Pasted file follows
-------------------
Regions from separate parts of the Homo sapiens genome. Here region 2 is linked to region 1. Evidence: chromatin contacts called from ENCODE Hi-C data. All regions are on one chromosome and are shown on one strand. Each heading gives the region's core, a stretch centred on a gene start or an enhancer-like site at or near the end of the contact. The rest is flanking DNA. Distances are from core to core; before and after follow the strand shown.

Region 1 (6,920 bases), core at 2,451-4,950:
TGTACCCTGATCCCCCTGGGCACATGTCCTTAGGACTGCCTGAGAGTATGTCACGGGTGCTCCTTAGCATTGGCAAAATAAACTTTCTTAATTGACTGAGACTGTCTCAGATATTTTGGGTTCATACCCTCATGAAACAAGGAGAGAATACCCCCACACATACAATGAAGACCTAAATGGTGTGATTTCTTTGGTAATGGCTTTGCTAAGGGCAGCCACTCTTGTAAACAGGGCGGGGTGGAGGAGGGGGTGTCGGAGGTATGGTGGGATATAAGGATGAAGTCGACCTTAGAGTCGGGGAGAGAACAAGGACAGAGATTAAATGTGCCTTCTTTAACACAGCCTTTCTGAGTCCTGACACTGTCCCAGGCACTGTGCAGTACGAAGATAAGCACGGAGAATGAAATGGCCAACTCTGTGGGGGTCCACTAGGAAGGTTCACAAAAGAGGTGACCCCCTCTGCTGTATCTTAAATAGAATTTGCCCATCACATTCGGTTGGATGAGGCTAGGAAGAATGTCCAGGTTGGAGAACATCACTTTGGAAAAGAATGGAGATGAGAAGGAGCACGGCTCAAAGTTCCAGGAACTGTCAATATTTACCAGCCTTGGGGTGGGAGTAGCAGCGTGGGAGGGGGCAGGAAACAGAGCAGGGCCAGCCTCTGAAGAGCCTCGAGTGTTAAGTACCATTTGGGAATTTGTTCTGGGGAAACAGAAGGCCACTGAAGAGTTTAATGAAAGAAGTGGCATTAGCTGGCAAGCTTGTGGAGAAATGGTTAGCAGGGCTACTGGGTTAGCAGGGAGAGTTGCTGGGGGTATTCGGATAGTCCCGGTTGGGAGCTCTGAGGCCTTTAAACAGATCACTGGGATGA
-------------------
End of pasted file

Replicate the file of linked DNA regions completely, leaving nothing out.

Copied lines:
Regions from separate parts of the Homo sapiens genome. Here region 2 is linked to region 1. Evidence: chromatin contacts called from ENCODE Hi-C data. All regions are on one chromosome and are shown on one strand. Each heading gives the region's core, a stretch centred on a gene start or an enhancer-like site at or near the end of the contact. The rest is flanking DNA. Distances are from core to core; before and after follow the strand shown.

Region 1 (6,920 bases), core at 2,451-4,950:
TGTACCCTGATCCCCCTGGGCACATGTCCTTAGGACTGCCTGAGAGTATGTCACGGGTGCTCCTTAGCATTGGCAAAATAAACTTTCTTAATTGACTGAGACTGTCTCAGATATTTTGGGTTCATACCCTCATGAAACAAGGAGAGAATACCCCCACACATACAATGAAGACCTAAATGGTGTGATTTCTTTGGTAATGGCTTTGCTAAGGGCAGCCACTCTTGTAAACAGGGCGGGGTGGAGGAGGGGGTGTCGGAGGTATGGTGGGATATAAGGATGAAGTCGACCTTAGAGTCGGGGAGAGAACAAGGACAGAGATTAAATGTGCCTTCTTTAACACAGCCTTTCTGAGTCCTGACACTGTCCCAGGCACTGTGCAGTACGAAGATAAGCACGGAGAATGAAATGGCCAACTCTGTGGGGGTCCACTAGGAAGGTTCACAAAAGAGGTGACCCCCTCTGCTGTATCTTAAATAGAATTTGCCCATCACATTCGGTTGGATGAGGCTAGGAAGAATGTCCAGGTTGGAGAACATCACTTTGGAAAAGAATGGAGATGAGAAGGAGCACGGCTCAAAGTTCCAGGAACTGTCAATATTTACCAGCCTTGGGGTGGGAGTAGCAGCGTGGGAGGGGGCAGGAAACAGAGCAGGGCCAGCCTCTGAAGAGCCTCGAGTGTTAAGTACCATTTGGGAATTTGTTCTGGGGAAACAGAAGGCCACTGAAGAGTTTAATGAAAGAAGTGGCATTAGCTGGCAAGCTTGTGGAGAAATGGTTAGCAGGGCTACTGGGTTAGCAGGGAGAGTTGCTGGGGGTATTCGGATAGTCCCGGTTGGGAGCTCTGAGGCCTTTAAACAGATCACTGGGATGA